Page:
Ae Dil Hai Mushkil – A Review

Image result for ae dil hai mushkilKaran Johar directs Ranbir Kapoor, Anushka Sharma and Aishwarya Rai Bachchan in Ae Dil Hai Mushkil. The story of unrequited love is said to be almost autobiographical with Ranbir playing the dramatized version of Karan Johar.

 

Ranbir Kapoor plays Ayan Sanger – rich brat pursuing MBA in London while nursing a dream of being a singer. Ayan is also the narrator of the story and the entire movie is told in a flashback while Ayan is being interviewed following his success as a singer. When asked why his songs sound of unrequited love Ayan takes us back to where it all began.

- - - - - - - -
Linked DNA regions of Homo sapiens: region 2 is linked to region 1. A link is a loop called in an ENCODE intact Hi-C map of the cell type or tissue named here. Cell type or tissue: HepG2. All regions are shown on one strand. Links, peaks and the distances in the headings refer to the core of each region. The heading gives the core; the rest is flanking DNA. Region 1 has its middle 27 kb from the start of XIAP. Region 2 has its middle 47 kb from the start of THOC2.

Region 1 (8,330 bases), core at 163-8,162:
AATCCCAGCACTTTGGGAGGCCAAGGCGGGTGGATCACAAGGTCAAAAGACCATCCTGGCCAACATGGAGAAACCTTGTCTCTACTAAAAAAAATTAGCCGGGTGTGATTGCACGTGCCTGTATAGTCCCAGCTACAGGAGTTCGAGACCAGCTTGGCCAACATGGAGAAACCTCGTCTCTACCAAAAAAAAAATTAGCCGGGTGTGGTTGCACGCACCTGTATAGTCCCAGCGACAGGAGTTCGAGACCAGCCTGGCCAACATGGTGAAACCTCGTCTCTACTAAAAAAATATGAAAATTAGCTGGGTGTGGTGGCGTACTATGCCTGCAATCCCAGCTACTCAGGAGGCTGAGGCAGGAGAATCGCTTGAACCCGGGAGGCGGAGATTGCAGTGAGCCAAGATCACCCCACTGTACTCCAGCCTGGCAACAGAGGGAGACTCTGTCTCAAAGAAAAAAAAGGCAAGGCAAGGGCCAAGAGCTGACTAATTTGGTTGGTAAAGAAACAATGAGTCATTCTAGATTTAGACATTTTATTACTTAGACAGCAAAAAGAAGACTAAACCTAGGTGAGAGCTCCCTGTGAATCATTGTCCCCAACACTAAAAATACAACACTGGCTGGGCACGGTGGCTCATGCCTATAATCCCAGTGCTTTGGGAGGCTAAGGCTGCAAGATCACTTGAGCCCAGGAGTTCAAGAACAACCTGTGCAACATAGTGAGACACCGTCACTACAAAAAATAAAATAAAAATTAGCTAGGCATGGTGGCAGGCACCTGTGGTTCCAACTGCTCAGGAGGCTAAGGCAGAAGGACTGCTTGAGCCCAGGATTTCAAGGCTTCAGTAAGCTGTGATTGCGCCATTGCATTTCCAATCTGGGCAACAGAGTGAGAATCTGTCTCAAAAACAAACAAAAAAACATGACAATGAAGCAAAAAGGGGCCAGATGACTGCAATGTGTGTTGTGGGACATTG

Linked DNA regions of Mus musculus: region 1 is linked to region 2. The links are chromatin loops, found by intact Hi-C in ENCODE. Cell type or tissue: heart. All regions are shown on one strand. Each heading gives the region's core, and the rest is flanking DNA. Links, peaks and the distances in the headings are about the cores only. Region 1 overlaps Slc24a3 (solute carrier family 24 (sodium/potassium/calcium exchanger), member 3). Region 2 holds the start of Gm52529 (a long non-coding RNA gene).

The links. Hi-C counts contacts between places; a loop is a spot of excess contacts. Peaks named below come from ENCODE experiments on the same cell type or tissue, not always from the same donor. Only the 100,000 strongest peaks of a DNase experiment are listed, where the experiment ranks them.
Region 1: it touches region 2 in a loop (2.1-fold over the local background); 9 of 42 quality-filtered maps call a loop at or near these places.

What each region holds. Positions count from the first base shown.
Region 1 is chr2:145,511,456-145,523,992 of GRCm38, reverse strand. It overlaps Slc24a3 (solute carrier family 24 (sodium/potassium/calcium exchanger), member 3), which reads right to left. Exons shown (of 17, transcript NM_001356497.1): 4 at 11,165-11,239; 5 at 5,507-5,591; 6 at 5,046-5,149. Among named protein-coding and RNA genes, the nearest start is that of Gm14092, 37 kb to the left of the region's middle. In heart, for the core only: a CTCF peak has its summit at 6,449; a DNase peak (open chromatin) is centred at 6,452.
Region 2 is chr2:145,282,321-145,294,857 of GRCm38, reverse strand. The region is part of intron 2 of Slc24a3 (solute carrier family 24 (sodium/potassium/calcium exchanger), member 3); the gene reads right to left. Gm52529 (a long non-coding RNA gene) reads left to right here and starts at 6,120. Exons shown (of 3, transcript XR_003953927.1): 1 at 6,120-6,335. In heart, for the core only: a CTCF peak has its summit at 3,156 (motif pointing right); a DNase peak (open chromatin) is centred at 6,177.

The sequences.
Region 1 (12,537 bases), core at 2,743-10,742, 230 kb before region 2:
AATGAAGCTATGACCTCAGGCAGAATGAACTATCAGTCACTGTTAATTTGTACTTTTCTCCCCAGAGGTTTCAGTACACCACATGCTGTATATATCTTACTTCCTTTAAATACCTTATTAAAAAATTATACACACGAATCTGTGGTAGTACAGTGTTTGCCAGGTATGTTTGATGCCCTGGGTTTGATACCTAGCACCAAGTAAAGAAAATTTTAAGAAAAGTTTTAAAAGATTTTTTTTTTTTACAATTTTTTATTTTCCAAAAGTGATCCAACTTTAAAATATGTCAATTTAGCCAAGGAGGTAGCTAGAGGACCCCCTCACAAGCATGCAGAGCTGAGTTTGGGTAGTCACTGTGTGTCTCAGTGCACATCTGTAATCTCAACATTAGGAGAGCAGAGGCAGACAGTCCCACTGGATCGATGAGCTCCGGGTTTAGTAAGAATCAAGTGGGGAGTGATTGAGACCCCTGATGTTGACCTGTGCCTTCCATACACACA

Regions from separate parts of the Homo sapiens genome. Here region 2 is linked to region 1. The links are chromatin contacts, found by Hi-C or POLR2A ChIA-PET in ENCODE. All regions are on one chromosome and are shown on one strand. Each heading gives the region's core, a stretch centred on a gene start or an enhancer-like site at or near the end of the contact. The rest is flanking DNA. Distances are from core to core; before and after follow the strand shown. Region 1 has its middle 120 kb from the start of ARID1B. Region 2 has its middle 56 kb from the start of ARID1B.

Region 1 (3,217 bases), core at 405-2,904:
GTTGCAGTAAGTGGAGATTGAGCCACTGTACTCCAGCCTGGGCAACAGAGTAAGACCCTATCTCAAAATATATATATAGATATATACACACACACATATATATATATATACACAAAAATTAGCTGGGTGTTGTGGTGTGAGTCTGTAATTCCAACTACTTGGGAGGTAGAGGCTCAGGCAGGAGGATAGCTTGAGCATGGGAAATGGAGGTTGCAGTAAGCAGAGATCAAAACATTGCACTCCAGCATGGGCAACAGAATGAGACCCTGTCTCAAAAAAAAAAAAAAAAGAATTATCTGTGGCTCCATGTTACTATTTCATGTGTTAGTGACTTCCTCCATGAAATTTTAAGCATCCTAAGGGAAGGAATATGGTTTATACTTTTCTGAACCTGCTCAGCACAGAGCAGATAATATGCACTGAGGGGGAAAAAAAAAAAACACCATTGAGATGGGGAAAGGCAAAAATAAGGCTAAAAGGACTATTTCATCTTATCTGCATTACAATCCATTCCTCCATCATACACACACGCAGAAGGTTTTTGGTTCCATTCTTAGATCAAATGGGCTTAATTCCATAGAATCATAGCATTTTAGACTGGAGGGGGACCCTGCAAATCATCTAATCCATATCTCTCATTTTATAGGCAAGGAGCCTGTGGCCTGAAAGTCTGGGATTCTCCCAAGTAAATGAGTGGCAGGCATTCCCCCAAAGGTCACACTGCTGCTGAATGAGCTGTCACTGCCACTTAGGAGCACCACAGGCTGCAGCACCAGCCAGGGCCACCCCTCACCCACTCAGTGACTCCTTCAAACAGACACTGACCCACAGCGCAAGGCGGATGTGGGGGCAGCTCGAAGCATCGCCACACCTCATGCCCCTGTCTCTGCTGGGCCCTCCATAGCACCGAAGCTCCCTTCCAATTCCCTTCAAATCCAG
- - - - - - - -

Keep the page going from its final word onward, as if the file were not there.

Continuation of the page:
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The chance meeting with Alizeh Khan played by Anushka Sharma, the blossoming friendship, the homage to many milestone movies of Bollywood including Ranbir’s tribute to his own father’s iconic Chandani. Delving any further into the story would be a disservice to the nuance that Johar has crafted into the complex relationship dynamics between Ayan and Alizeh. The first half starts off stutteringly where the intensity of Ranbir and the levity of Anushka seem to be a little bit like oil and water. Despite their best effort it isn’t easy to identify nor feel for the characters. Only once the unnecessary shenanigans of Ranbir’s girlfriend and Anushka’s fiancé are done with does the movie really pick up. The scene leading up to the intermission is gut-wrenching in its rawness. This is the Ranbir we know and love. He can play the heartbroken hero a hundred times over but he manages to imbue a sense of novelty, be it his driven Janardhan aka Jordan in Rockstar or the vagabond Bunny in Yeh Jawani hai Deewani, and be it him as the bottled up millennial Ved in Tamasha or coming of age Sid in Wake up Sid. You laugh with his antics and you feel the pain in the pit of your stomach as you see him repeatedly bang a flowerpot on his chest. It is a shame that an actor’s worth today is equated with the box office collection – ADHM may not do the hundreds of crores in business but make no mistake – Ranbir has no peers.